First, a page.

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Thursday, 31 January 2013
Home arrow Role of quotations arrow OED1 source collection arrow Early progress
Initial aims
In his seminal two lectures of November 1857, Trench had said, ‘If…we count it worth while to have all words, we can only have them by reading all books; this is the price we must be content to pay’ (Trench 1857: 69). Work on the Dictionary began accordingly with the assumption that all words from all printed (or written) sources were to be included. The Philological Society's Proposal stated, unequivocally:
The first requirement of every lexicon is, that it should contain every word in the literature of the language it professes to illustrate. We entirely repudiate the theory, which converts the lexicographer into an arbiter of style, and leaves it in his discretion to accept or reject words according to his private notion of their elegance or inelegance. (p. 2)
But this was an unattainable ideal. It would have been impossible to read all available sources, and it was therefore impossible to be sure of including all words. Moreover, many of the words which were known to the lexicographers turned out to be unsuitable for inclusion: some because they were too specialized or too eccentric, some because they were obscene, some because they were insufficiently attested, some because there was no room. The gradual erosion of the ideal of inclusiveness - and the consequent shift from descriptiveness to, in effect, prescriptiveness, since every decision to exclude a word is a departure from the purist ideal of descriptive lexicography so confidently stated by Trench and the others - is a fascinating feature of the early stages of the Dictionary.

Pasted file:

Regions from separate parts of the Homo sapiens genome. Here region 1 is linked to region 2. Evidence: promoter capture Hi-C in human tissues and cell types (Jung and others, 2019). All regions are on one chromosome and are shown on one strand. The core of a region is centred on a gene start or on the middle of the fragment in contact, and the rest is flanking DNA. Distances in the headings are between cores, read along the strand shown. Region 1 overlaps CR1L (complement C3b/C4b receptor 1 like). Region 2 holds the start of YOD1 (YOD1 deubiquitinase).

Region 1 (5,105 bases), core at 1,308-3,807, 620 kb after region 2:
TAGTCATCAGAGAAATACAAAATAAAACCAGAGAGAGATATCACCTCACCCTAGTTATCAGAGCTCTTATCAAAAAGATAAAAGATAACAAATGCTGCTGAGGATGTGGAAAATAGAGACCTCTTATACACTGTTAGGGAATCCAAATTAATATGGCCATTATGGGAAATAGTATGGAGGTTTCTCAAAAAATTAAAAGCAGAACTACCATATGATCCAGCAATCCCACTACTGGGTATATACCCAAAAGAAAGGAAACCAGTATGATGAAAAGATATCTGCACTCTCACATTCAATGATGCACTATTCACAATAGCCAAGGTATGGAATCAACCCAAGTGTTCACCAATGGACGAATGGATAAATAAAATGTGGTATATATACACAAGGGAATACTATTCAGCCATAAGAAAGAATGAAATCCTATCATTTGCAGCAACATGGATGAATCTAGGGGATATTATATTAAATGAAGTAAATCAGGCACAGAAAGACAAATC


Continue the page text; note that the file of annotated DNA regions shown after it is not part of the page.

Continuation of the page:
Last Updated ( Sunday, 20 May 2007 )
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